We hope everyone has had a great August. As always, this month has gone by too fast. It’s already time again for our collection of awesome links and videos that we found enjoyable and/or important this month. Let us know if we missed any super cool posts!
“She drew their attention as a wolf that had a lot of moxie and was very adventurous.” Check out this NatGeo article about Nate Blakeslee’s new book, American Wolf, who’s central character was once “the most famous wolf in the world”.
This in-depth interview with Francis Weller, author of The Wild Edge of Sorrow: Rituals of Renewal and the Sacred Work of Grief, is a must read when you have the time.
We are clearly fans of Priya Shukla‘s Forbes articles. Check out this one about the ocean’s itty bitties with an important link to carbon cycling.
Continue reading “Sweet Link ParTEA (August 2018)”
The format for today’s blog post has been graciously borrowed from the Uses This website. This website hosts a collection of nerdy interviews asking people from all walks of life what they use to get the job done. I first stumbled upon this type of blog post on Hilary Parker’s old blog (ummm…I don’t think there’s a part 2?). Finding this blog post as a fledgling statistics PhD student was highly informative. What DO we all use to get our research done? I’m pretty certain if you asked grad students in my department they’d give (at least slightly) different answers every time. And that is most certainly true as you get into most specific focuses (i.e. genetics data, theoretical statistics, etc). The outline below is certainly not the only/best set up, but it’s what I’ve got going on.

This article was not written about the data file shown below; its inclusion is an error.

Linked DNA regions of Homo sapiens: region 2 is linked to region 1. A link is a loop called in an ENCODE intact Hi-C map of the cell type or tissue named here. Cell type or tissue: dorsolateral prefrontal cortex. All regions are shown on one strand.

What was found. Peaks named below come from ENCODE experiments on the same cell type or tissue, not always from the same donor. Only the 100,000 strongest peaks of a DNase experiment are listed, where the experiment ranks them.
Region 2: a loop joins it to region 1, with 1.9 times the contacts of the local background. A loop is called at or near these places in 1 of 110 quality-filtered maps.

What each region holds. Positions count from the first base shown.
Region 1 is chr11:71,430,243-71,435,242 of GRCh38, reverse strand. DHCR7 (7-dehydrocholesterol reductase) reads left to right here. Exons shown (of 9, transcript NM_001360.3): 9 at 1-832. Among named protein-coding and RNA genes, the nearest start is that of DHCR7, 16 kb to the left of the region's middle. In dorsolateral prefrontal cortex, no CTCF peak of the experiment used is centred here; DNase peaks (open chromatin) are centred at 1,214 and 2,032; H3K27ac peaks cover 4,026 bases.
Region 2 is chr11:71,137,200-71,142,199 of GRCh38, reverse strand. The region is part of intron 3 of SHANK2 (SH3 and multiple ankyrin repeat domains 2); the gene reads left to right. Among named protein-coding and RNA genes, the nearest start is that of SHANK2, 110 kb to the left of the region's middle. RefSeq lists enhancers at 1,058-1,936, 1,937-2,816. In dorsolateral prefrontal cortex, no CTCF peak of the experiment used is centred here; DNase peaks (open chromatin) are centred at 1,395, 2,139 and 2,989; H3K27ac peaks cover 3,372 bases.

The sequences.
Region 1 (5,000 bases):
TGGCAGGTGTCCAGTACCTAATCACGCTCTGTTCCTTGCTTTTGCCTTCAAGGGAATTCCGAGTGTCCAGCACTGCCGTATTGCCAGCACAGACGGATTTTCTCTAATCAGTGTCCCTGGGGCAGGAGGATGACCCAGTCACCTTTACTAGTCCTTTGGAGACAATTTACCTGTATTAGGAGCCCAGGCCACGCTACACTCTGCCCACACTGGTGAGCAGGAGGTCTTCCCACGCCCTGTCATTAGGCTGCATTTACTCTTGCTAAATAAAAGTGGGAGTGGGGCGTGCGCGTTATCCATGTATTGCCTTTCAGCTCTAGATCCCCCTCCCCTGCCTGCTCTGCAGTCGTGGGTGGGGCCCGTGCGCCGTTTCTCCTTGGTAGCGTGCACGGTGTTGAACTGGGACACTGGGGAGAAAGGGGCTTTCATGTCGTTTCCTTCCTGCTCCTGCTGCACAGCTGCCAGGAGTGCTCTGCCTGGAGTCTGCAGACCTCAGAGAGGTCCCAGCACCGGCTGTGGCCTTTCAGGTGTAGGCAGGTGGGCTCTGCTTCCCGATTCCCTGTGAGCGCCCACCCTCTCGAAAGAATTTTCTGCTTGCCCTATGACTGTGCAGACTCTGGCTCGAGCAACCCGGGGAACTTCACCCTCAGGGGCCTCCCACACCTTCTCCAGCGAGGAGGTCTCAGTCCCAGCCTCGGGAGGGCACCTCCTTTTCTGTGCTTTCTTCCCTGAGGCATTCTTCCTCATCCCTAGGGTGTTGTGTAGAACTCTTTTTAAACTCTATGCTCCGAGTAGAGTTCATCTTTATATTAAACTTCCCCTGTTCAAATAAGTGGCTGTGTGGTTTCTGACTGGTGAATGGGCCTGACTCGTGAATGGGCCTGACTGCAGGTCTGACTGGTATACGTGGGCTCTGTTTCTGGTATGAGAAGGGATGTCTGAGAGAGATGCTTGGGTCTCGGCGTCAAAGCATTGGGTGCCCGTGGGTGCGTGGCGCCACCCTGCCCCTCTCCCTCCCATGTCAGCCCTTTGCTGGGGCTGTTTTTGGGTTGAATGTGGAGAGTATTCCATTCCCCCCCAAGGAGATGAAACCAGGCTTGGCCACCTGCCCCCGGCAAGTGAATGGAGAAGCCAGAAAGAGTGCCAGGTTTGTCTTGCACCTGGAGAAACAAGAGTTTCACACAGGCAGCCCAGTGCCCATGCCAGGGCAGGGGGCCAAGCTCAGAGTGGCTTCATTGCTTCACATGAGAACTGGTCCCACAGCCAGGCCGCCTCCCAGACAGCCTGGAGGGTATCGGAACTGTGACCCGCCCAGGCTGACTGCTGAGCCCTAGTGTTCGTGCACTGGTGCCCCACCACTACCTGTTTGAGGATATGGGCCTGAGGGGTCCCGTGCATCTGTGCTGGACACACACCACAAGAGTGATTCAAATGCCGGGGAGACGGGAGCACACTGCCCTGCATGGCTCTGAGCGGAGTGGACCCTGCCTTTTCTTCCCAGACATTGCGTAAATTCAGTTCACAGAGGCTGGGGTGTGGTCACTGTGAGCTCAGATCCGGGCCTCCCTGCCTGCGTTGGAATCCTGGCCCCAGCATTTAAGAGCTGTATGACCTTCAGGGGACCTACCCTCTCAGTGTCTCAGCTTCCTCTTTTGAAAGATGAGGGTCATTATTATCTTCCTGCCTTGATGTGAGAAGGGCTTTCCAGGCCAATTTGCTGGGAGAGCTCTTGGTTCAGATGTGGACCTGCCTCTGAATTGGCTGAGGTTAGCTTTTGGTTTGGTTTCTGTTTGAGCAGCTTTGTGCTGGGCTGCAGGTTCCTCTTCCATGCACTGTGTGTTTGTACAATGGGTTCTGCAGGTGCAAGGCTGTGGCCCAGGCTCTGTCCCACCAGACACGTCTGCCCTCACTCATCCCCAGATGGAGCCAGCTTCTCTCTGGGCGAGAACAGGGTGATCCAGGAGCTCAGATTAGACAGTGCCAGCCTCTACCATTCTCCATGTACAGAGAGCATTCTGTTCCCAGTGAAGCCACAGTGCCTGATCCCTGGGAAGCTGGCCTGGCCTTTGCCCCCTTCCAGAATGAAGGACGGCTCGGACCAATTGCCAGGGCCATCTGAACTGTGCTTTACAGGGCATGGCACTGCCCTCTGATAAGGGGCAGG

Who are you, and what do you do?
I am Meridith Bartley, one-half of Sweet Tea, Science, and I am an ecological statistician. Ecolostician? Staticologist? I studied biology and ecology for a bit (well….six and a half years! I have a Master’s degree in Wildlife Science and a BS in Biology) and now I am in my 5th year as a PhD student in the Statistics Department at Penn State. I’ve written about my experiences, daily life, tips, and reasons for this change of field a few times on this blog. I’m currently working on two projects: one looking at modelling the feeding interactions of laboratory ants we have video monitored (so much data!) and another exploring how to identify when one might be extrapolating in a multivariate response model with a neat application to lake water quality data. I spend most of my time writing code and manuscripts and trying to understand what the heck it is I am coding and writing. Almost all of my work is done either on my computer OR on scrap pieces of paper, which hopefully end up copied over to my “lab” notebook. Continue reading “My #StatStud Starter Satchel Set-Up”
We are so excited to be back on the STS blogging train and are grateful to have so much support and enthusiasm from everyone that checked out our posts or various social media pages. To keep the momentum going, we want to bring back an ancient (like 5 years, y’all) type of post we both had on our personal blogs before combining forces. We will be compiling cool videos, articles, pictures, etc. covering multiple disciplines and posting them on the last Thursday of every month. We will post many of these as we find them on our Twitter or Tumblr pages, so check us out there if you don’t want to wait. Whenever we find something that makes our day, we’ll save it so we can make yours too.
To learn more check out the full article on Octonion Math.
This amazing blogpost on Thesis Whisperer about Not doing the PhD (and being OK with that). Very important read for grad students (and anyone who knows a grad student, really).
On a similar note, if you’re doing a PhD, this blog post gives solid advice about how to fight against your protectionist tendencies. The best PhD is a finished PhD.
Continue reading “Sweet Link ParTEA (July 2018)”